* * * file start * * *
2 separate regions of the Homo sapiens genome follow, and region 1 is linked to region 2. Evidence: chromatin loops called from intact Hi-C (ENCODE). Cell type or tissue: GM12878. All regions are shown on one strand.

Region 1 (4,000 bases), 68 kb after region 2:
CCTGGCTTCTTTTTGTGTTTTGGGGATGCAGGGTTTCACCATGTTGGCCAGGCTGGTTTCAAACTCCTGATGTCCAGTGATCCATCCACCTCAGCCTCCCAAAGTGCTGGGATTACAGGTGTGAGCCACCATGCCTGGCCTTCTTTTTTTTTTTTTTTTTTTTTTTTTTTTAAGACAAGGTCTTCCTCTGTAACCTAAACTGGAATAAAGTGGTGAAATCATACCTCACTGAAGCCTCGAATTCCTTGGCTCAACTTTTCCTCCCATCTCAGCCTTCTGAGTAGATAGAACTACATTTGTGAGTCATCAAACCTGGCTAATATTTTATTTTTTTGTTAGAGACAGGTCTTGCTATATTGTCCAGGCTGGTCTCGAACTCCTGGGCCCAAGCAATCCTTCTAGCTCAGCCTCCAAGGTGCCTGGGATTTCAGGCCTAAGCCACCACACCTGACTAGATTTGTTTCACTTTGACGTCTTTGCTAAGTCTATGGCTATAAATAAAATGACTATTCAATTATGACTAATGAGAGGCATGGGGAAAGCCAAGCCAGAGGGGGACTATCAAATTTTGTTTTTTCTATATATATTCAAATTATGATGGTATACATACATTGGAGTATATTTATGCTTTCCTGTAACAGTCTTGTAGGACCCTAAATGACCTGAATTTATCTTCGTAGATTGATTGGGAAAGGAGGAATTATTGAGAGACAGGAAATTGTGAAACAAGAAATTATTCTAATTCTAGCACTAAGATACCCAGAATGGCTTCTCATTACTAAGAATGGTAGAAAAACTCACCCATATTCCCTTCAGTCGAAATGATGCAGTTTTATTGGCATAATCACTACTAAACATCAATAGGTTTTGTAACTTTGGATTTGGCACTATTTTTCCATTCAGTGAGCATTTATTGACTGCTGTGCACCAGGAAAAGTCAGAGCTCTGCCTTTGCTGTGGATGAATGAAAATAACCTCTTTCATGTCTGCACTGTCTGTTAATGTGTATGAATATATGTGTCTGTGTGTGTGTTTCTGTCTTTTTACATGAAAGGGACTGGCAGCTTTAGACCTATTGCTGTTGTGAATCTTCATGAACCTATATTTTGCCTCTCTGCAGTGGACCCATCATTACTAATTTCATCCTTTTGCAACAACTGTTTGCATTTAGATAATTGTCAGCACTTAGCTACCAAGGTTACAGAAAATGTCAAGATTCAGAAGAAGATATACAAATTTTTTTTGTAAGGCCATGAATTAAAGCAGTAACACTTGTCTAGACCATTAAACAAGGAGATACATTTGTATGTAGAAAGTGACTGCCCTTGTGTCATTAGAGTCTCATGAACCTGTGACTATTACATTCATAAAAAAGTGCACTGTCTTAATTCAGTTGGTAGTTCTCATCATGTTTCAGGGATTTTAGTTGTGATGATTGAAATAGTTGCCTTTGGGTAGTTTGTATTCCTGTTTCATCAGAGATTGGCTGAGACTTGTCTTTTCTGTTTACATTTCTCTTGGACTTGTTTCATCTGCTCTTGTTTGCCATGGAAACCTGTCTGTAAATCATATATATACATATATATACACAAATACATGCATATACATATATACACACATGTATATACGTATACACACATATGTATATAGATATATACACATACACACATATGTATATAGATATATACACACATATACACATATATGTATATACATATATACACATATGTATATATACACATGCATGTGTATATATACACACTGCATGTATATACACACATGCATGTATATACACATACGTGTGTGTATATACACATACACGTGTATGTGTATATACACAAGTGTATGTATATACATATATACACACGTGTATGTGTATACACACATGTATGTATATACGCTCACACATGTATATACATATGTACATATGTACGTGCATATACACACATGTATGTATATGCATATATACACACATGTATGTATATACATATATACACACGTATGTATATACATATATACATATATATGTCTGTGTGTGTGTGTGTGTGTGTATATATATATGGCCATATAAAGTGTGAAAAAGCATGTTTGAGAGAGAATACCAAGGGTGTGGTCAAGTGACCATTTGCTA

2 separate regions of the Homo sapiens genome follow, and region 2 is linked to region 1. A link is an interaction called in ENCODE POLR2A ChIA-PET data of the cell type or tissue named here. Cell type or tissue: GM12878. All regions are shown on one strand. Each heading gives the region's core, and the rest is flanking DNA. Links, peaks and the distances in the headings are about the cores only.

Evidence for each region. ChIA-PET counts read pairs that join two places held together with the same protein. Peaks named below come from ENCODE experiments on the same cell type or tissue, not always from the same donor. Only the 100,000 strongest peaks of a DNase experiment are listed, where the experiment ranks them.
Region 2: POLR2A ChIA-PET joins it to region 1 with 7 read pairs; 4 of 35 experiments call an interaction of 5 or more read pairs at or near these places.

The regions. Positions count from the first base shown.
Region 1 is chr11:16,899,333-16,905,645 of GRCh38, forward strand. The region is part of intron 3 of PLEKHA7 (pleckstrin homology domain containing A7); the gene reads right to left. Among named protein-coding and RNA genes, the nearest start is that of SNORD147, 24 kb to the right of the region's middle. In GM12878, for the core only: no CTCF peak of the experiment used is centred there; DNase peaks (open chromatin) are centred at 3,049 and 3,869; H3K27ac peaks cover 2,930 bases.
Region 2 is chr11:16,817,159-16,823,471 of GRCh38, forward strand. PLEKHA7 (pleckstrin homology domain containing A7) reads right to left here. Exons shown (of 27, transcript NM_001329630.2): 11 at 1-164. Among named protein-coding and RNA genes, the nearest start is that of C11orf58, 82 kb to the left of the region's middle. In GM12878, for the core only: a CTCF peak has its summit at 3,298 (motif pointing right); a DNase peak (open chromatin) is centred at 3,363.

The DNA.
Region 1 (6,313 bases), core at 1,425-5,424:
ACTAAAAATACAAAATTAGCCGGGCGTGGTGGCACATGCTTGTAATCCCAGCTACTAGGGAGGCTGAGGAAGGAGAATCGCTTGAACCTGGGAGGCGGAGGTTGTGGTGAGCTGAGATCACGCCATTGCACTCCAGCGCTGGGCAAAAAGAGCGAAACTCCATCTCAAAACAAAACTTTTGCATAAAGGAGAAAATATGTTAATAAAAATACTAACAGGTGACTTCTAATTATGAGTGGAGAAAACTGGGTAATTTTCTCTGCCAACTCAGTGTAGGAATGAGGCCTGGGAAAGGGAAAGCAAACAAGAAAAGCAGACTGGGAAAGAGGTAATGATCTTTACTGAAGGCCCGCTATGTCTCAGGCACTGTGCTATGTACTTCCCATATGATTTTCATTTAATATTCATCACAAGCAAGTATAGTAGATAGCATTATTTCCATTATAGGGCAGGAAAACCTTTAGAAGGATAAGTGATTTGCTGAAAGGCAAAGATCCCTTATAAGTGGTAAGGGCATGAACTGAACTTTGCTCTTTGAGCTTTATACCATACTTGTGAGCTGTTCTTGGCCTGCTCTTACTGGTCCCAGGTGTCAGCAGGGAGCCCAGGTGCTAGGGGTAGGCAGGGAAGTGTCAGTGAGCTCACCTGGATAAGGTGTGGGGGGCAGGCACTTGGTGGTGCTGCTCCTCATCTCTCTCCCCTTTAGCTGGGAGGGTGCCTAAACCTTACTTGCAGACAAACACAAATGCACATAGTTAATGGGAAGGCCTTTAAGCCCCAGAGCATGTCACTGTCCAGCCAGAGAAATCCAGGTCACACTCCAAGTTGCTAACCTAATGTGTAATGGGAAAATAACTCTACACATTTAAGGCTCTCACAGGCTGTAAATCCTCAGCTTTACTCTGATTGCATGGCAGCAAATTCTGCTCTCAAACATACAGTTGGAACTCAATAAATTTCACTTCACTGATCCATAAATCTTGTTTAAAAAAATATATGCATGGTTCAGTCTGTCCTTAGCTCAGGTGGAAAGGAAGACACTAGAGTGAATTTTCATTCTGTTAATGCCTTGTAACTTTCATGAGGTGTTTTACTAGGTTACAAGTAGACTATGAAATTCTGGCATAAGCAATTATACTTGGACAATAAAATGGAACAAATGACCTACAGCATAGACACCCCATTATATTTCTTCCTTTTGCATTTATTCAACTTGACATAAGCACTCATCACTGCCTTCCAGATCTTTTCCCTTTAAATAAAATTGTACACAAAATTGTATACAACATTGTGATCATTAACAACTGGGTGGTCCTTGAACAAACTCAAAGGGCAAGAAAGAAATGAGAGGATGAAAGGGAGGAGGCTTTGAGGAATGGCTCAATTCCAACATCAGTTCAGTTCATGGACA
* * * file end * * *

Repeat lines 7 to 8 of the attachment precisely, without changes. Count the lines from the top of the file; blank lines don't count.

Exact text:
The regions. Positions count from the first base shown.
Region 1 is chr11:16,899,333-16,905,645 of GRCh38, forward strand. The region is part of intron 3 of PLEKHA7 (pleckstrin homology domain containing A7); the gene reads right to left. Among named protein-coding and RNA genes, the nearest start is that of SNORD147, 24 kb to the right of the region's middle. In GM12878, for the core only: no CTCF peak of the experiment used is centred there; DNase peaks (open chromatin) are centred at 3,049 and 3,869; H3K27ac peaks cover 2,930 bases.